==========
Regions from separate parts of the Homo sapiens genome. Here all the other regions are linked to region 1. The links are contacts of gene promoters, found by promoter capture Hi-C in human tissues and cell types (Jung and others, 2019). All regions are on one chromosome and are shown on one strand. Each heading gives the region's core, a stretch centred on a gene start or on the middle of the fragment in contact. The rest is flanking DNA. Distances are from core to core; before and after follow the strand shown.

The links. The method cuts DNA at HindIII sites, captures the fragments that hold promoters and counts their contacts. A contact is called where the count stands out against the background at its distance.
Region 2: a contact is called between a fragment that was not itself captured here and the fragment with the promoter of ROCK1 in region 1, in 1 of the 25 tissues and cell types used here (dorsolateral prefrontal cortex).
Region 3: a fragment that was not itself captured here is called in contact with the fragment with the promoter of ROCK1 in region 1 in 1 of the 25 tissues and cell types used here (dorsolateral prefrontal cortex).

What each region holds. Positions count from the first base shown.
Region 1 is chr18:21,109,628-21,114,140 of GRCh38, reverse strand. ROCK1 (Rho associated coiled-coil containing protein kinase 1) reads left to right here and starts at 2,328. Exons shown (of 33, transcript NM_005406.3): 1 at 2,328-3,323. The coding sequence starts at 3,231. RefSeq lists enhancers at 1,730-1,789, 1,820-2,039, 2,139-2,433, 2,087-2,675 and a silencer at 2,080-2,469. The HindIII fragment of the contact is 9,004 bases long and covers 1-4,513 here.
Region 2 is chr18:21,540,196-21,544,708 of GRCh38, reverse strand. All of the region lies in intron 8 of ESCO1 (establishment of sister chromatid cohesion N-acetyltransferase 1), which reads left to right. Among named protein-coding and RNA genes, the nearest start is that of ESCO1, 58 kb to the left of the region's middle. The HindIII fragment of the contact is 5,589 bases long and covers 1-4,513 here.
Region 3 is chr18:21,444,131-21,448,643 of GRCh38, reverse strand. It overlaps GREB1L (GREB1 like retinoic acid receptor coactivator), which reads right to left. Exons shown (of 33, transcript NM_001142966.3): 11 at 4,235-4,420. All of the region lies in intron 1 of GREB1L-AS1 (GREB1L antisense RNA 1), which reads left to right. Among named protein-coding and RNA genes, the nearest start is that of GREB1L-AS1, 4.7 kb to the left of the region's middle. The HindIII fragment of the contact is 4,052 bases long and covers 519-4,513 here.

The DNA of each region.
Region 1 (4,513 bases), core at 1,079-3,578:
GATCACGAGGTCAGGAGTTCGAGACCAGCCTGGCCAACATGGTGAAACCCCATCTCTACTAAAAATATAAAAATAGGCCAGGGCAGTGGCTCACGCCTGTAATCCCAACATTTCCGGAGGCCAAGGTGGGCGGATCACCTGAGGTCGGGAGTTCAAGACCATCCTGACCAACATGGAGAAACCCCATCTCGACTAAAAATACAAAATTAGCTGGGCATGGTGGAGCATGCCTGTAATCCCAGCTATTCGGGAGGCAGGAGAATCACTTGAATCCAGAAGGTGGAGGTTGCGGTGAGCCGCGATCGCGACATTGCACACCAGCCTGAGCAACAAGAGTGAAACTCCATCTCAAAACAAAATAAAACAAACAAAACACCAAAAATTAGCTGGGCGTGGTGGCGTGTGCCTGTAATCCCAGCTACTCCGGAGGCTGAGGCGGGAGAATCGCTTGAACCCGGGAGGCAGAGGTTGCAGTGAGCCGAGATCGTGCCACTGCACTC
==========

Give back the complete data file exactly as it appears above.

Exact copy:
Regions from separate parts of the Homo sapiens genome. Here all the other regions are linked to region 1. The links are contacts of gene promoters, found by promoter capture Hi-C in human tissues and cell types (Jung and others, 2019). All regions are on one chromosome and are shown on one strand. Each heading gives the region's core, a stretch centred on a gene start or on the middle of the fragment in contact. The rest is flanking DNA. Distances are from core to core; before and after follow the strand shown.

The links. The method cuts DNA at HindIII sites, captures the fragments that hold promoters and counts their contacts. A contact is called where the count stands out against the background at its distance.
Region 2: a contact is called between a fragment that was not itself captured here and the fragment with the promoter of ROCK1 in region 1, in 1 of the 25 tissues and cell types used here (dorsolateral prefrontal cortex).
Region 3: a fragment that was not itself captured here is called in contact with the fragment with the promoter of ROCK1 in region 1 in 1 of the 25 tissues and cell types used here (dorsolateral prefrontal cortex).

What each region holds. Positions count from the first base shown.
Region 1 is chr18:21,109,628-21,114,140 of GRCh38, reverse strand. ROCK1 (Rho associated coiled-coil containing protein kinase 1) reads left to right here and starts at 2,328. Exons shown (of 33, transcript NM_005406.3): 1 at 2,328-3,323. The coding sequence starts at 3,231. RefSeq lists enhancers at 1,730-1,789, 1,820-2,039, 2,139-2,433, 2,087-2,675 and a silencer at 2,080-2,469. The HindIII fragment of the contact is 9,004 bases long and covers 1-4,513 here.
Region 2 is chr18:21,540,196-21,544,708 of GRCh38, reverse strand. All of the region lies in intron 8 of ESCO1 (establishment of sister chromatid cohesion N-acetyltransferase 1), which reads left to right. Among named protein-coding and RNA genes, the nearest start is that of ESCO1, 58 kb to the left of the region's middle. The HindIII fragment of the contact is 5,589 bases long and covers 1-4,513 here.
Region 3 is chr18:21,444,131-21,448,643 of GRCh38, reverse strand. It overlaps GREB1L (GREB1 like retinoic acid receptor coactivator), which reads right to left. Exons shown (of 33, transcript NM_001142966.3): 11 at 4,235-4,420. All of the region lies in intron 1 of GREB1L-AS1 (GREB1L antisense RNA 1), which reads left to right. Among named protein-coding and RNA genes, the nearest start is that of GREB1L-AS1, 4.7 kb to the left of the region's middle. The HindIII fragment of the contact is 4,052 bases long and covers 519-4,513 here.

The DNA of each region.
Region 1 (4,513 bases), core at 1,079-3,578:
GATCACGAGGTCAGGAGTTCGAGACCAGCCTGGCCAACATGGTGAAACCCCATCTCTACTAAAAATATAAAAATAGGCCAGGGCAGTGGCTCACGCCTGTAATCCCAACATTTCCGGAGGCCAAGGTGGGCGGATCACCTGAGGTCGGGAGTTCAAGACCATCCTGACCAACATGGAGAAACCCCATCTCGACTAAAAATACAAAATTAGCTGGGCATGGTGGAGCATGCCTGTAATCCCAGCTATTCGGGAGGCAGGAGAATCACTTGAATCCAGAAGGTGGAGGTTGCGGTGAGCCGCGATCGCGACATTGCACACCAGCCTGAGCAACAAGAGTGAAACTCCATCTCAAAACAAAATAAAACAAACAAAACACCAAAAATTAGCTGGGCGTGGTGGCGTGTGCCTGTAATCCCAGCTACTCCGGAGGCTGAGGCGGGAGAATCGCTTGAACCCGGGAGGCAGAGGTTGCAGTGAGCCGAGATCGTGCCACTGCACTC